Those deaths also received some attention to detail from Ubisoft. Although the transition from pre-rendered animation to ragdoll physics isn’t as smooth as it should be, it’s certainly impressive to stab your enemy and see the blood spread from the wound, wetting the fabric of their clothes. Not to mention the excellent pre-rendered animations, and the ragdoll physics that are quite believable except, as I said, during the jerky transition from one to the other.
Another problem with the first ASSASSIN’S CREED was its repetitive mission structure: do the same three side-quests to unlock an assassination, and the assassinations are heavily scripted, not coming even close to giving you the level of freedom to approach your target as in, for instance, the superb HITMAN: BLOOD MONEY. This sequel, though, does offer more ways to decide how your target will be killed, and the side-quests relating to each of the game’s (many many many) targets are all original, in a mission structure that reminded me (pleasantly) of the GRAND THEFT AUTO series. In fact, the developers and writers have some moments of brilliance, like when you fly one of Leonardo’s contraptions to reach a target, or when, in order to kill another target, you need to use a weapon that at the time was very uncommon. Additionally, you can look for codex pages (which increase your health when you take them to Leonardo) or find artifacts that, when put together, will unlock the game’s best armor: Altair’s. The latter might sound like a boring scavenger hunt, but it isn’t; every artifact is pointed out in your map, but to get to it you must go through surprisingly well-designed missions.
Adding even more variety to the gameplay, there’s also a management aspect to ASSASSIN’S CREED 2. You’ll get money for your assassinations, or for exploring the cities and finally, from the villa that your family owns. You can use the money to re-build decaying parts of the villa, which in turn will generate more money, which in turn you can use to buy more weapons and armor. I ended up, however, getting way more money than I really needed, rendering this aspect of the game discardable. But it is nice to see Ezio tending to other affairs not related to killing, and thanks to the game’s fast-travel system and its amazingly well-rendered world that’s always a pleasure to roam around, getting to the villa to do the repairs wasn’t bothersome for me.
The graphics are very impressive, but not technically: the modeling and the textures aren’t as good as we’ve gotten used to, presumably due to this being an open-world game that happens in very detailed and populated cities. But it should be clear by now that artistically speaking, ASSASSIN’S CREED 2 is fantastic, and the animations bring the characters to life — from the competent motion-capture during cutscenes to the way passersby react when a body you threw from a high ledge falls in front of them. The one badly-animated moment that caught my attention was a character lying on the ground and being kicked by others, since the kicks didn’t seem to connect at all.
In the sound department, though, there are practically no shortcomings. It’s good to see Nolan North (Nathan Drake from UNCHARTED and the Prince from PRINCE OF PERSIA) playing a character who doesn’t try cracking a joke every two seconds, even if that character is Desmond. But it’s Roger Craig Smith who stands out as Ezio, giving the character a determined, but eternally young and slightly naive voice, portraying the way Ezio is practically frozen in time by the quest he dedicates his life to; I can’t comment on Kristen Bell’s work as Lucy Stillman since it’s such a boring, cliched love interest that I failed to notice it, and I doubt the actress could have saved it; the excellent and versatile Fred Tatasciore lends a wise yet amusing tone to uncle Mario (who introduces himself as “it’s-a me, Mario!”, and I can’t really blame the developers for not resisting this joke). Finally, Carlos Ferro gives Leonardo Da Vinci a funny enthusiasm, almost child-like. The voice acting is, all in all, homogenously exceptional.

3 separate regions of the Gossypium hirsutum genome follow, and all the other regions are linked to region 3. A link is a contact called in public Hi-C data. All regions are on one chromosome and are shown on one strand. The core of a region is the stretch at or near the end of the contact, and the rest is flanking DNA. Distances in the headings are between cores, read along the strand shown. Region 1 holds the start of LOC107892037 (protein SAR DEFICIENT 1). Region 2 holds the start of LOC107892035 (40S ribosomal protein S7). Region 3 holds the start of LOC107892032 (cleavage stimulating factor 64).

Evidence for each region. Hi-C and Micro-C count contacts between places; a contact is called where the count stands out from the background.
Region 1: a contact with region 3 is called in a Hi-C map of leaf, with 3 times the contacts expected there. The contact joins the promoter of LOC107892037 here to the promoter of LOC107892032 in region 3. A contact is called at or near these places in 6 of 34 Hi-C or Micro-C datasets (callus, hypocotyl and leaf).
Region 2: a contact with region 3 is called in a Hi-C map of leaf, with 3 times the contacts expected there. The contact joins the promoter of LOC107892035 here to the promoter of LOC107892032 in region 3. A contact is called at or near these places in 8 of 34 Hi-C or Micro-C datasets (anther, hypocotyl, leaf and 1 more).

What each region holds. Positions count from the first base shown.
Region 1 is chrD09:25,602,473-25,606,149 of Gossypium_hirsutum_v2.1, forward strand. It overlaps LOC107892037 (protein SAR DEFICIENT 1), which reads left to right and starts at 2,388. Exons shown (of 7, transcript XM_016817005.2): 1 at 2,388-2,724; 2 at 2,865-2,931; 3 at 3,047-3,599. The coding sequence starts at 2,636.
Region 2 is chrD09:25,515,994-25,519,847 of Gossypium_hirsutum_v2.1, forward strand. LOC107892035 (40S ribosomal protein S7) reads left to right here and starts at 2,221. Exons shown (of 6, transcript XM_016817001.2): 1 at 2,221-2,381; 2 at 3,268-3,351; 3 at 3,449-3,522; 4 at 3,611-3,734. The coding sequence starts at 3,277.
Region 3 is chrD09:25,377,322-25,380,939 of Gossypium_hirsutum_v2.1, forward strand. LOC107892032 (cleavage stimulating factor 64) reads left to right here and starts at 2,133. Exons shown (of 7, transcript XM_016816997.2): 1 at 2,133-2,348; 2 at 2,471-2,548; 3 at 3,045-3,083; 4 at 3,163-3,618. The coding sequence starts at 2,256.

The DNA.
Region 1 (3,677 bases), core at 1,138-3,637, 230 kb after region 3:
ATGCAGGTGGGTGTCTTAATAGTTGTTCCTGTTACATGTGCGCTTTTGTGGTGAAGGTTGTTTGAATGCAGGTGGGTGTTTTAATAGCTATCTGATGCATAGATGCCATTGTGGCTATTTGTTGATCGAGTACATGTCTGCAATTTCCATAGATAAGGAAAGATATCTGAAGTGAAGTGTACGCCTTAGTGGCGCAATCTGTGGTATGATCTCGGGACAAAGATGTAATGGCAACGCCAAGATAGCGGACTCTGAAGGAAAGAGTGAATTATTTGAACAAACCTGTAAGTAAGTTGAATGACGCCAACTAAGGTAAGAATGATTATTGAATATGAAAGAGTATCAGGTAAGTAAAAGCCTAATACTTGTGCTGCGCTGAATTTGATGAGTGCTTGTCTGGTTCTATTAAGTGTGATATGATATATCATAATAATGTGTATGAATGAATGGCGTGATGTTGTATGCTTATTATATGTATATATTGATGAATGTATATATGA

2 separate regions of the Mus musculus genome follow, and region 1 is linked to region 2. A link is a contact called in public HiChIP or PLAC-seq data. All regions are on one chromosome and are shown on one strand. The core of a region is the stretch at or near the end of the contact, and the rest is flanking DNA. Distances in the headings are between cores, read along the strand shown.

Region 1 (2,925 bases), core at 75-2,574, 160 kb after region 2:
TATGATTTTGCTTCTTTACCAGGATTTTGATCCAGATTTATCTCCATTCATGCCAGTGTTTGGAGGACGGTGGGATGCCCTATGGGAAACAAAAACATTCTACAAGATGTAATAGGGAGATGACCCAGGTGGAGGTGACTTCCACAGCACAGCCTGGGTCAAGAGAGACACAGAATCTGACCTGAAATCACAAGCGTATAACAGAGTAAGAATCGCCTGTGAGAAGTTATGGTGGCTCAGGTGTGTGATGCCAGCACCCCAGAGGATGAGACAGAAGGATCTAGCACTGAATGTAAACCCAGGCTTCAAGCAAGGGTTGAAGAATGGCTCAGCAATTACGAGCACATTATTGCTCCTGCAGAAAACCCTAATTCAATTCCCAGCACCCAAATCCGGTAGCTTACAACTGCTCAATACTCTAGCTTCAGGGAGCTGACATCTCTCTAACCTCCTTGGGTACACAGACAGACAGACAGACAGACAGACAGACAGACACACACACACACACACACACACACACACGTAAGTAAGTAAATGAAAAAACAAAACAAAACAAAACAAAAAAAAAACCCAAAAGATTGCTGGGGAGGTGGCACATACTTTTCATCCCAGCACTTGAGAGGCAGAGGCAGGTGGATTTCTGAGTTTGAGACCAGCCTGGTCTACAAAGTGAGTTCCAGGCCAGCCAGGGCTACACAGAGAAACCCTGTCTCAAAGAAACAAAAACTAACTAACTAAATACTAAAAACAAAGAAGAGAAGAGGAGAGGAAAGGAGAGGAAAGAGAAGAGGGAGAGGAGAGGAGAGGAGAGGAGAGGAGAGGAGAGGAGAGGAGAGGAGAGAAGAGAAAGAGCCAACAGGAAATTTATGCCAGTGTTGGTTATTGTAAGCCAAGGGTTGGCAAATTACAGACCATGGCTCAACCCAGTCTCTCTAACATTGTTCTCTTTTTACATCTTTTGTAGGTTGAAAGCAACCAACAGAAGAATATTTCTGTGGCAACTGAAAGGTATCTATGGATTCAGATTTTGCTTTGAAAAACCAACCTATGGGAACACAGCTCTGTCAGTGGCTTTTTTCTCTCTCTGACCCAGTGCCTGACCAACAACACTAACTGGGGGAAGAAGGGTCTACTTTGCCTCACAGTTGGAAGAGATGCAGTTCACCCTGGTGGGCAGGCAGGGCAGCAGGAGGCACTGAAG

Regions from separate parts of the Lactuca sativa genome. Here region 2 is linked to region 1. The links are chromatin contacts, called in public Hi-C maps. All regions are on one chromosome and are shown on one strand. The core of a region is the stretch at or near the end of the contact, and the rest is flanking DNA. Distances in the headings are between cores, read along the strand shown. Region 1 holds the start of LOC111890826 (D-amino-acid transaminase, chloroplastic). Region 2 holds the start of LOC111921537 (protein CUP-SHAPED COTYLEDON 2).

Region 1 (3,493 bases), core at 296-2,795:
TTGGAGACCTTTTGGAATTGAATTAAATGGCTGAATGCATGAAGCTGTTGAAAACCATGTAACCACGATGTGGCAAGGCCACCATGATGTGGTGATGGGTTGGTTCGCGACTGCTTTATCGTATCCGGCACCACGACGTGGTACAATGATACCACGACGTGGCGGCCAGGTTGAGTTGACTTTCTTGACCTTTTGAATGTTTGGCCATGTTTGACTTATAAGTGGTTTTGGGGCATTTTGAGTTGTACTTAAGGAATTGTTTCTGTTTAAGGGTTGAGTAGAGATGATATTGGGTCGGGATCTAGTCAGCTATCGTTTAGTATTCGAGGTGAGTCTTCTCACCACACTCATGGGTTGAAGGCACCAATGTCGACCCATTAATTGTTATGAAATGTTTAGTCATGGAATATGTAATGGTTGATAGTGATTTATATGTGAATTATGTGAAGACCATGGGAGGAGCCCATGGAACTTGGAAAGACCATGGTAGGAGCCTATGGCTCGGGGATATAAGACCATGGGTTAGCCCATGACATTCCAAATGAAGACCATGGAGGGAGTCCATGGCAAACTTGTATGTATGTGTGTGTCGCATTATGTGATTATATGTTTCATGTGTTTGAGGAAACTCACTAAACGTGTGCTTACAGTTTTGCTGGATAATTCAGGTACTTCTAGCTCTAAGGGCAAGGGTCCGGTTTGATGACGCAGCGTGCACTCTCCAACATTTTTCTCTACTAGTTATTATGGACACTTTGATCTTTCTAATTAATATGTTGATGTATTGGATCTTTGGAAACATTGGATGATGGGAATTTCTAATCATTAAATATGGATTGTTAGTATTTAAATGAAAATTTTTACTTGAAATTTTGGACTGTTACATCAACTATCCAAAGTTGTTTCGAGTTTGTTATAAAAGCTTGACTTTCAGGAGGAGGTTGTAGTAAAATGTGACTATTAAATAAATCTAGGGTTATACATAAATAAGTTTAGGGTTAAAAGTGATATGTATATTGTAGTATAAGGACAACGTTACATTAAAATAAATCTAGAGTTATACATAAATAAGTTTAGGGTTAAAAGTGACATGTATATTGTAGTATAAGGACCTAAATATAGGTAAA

But it’s Jesper Kyd’s music that absolutely amazes, surpassing even the high expectations I tend to have toward the composer responsible for the brilliant score in HITMAN: BLOOD MONEY. His soundtrack has an Italian feel to it without going for any cliches, and it’s beautiful regardless of whether it’s composed for quiet moments of free-roaming or tense action scenes. Allied to good sound effects, it is vital in immersing the player into the game’s world.
Very long but intelligently built to bring something new to the table in every chapter (or, as the game calls them, sequence), ASSASSIN’S CREED 2 is, for its setting alone, a unique experience. How many games immerse you into a plot happening during the Italian Renaissance? It has its flaws, but it’s mostly a triumph — not only an immense improvement over the first game, also a genuinely excellent game on its own. Some people will certainly not enjoy the slow pacing, or some mission objectives, or the underwhelming ending. But it’s a game with so many qualities, so many tricky things the developers managed to get right, that the flaws can almost be overlooked.
Now let’s hope that in the next installment Desmond is electrocuted to death by a malfunctioning Animus and the supporting characters have to go look for a replacement protagonist who isn’t such a wanker.